The Curious Thing about God’s Work

John D. Barry

Doing God’s work is a curious thing. It requires both mad rushes and patiently waiting.

Christ followers are meant to think like the psalmist did: “I waited patiently for Yahweh, And he inclined to me and heard my cry for help” (Psa 40:1). Yet Jesus’ followers are also meant to do His work at breakneck speed, as described in Deut 26:1, where the Israelites are told to take possession of the promised land and settle it.

We’re meant to recognize where the answers and timeframe come from: God. Giving the first of what we make to God’s work indicates this understanding: “You shall take from the firstfruit of all the fruit of the ground that you harvest from your land that Yahweh your God is giving to you … and you shall go to the priest who is in office in those days, and you shall say, ‘I declare today to Yahweh your God that I have come into the land that Yahweh swore to our ancestors to give to us.’ Then the priest takes the basket from your hand and places it before the altar of Yahweh your God” (Deut 26:2–4).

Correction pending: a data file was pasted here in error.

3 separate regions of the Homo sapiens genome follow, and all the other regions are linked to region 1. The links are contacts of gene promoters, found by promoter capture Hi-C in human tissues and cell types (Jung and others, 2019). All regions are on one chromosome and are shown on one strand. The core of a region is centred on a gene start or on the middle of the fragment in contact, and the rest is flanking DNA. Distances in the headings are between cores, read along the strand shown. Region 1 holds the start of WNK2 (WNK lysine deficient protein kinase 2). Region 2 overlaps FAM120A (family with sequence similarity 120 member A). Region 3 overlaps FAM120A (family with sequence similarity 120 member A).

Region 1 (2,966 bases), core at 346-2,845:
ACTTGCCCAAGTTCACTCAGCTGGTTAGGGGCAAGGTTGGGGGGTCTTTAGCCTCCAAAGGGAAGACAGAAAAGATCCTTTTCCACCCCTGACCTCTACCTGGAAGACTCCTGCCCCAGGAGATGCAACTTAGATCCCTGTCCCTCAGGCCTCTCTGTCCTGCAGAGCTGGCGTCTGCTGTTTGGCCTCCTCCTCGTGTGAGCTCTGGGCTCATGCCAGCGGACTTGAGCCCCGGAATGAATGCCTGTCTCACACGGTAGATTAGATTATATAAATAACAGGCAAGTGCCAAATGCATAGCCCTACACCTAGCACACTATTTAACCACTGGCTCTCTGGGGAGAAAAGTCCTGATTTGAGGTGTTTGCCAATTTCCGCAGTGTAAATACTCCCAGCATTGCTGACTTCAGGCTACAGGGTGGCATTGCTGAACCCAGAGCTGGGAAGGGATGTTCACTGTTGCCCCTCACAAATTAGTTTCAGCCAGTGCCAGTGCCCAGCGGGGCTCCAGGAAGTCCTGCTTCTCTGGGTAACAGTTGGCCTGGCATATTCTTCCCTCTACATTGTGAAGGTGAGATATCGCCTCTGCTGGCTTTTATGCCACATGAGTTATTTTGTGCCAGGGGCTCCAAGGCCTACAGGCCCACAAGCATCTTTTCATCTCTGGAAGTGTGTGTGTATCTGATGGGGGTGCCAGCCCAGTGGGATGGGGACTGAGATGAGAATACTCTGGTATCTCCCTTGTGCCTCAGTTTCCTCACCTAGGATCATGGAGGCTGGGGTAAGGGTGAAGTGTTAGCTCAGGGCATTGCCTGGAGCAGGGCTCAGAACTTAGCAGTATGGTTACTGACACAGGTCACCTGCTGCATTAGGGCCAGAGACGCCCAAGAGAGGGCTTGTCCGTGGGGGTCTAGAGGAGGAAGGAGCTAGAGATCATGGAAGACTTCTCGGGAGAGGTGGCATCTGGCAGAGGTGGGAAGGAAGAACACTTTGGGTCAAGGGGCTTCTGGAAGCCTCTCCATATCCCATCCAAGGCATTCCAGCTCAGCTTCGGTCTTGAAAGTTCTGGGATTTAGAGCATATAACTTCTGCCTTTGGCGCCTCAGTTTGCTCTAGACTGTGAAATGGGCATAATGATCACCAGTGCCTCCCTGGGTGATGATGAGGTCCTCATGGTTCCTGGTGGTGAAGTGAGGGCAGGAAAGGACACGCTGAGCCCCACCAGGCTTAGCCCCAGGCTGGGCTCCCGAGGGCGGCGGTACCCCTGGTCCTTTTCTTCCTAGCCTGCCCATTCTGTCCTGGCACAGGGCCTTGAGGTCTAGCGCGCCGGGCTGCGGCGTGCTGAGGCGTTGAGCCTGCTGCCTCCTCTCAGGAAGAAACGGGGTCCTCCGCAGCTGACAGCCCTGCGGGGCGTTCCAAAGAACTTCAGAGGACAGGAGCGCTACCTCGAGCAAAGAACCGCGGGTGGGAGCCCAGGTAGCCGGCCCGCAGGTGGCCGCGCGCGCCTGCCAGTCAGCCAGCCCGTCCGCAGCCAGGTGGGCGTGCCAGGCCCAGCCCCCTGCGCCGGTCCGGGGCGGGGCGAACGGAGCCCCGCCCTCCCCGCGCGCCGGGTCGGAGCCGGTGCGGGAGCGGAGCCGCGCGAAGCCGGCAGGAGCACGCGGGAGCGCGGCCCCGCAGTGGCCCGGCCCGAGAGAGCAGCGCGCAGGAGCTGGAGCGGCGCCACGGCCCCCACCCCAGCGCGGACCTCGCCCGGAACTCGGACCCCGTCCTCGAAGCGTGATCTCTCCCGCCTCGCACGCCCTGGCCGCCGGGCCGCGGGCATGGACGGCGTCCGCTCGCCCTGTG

In ancient Israel, the firstfruits wouldn’t be wasted. This sacrifice would provide the priest with a livelihood so that he could serve Yahweh by serving others.

God has asked His followers to listen and to act, but to leave the timeframe of doing both up to Him. Giving after we complete both tasks shows that we realize that God has given us all we have, and it requires us to understand the purpose of sacrifice.

Just as the Israelites were a wandering people (Deut 26:5), we were also once wandering sinners. It’s for this reason, and many others, that we must trust our God in our patience, in our speed, and with our giving.

What is God asking you to be patient about, and where should you make haste? How are you currently neglecting to give?

This article was originally published in Connect the Testaments: A One-Year Daily Devotional with Bible Reading Plan.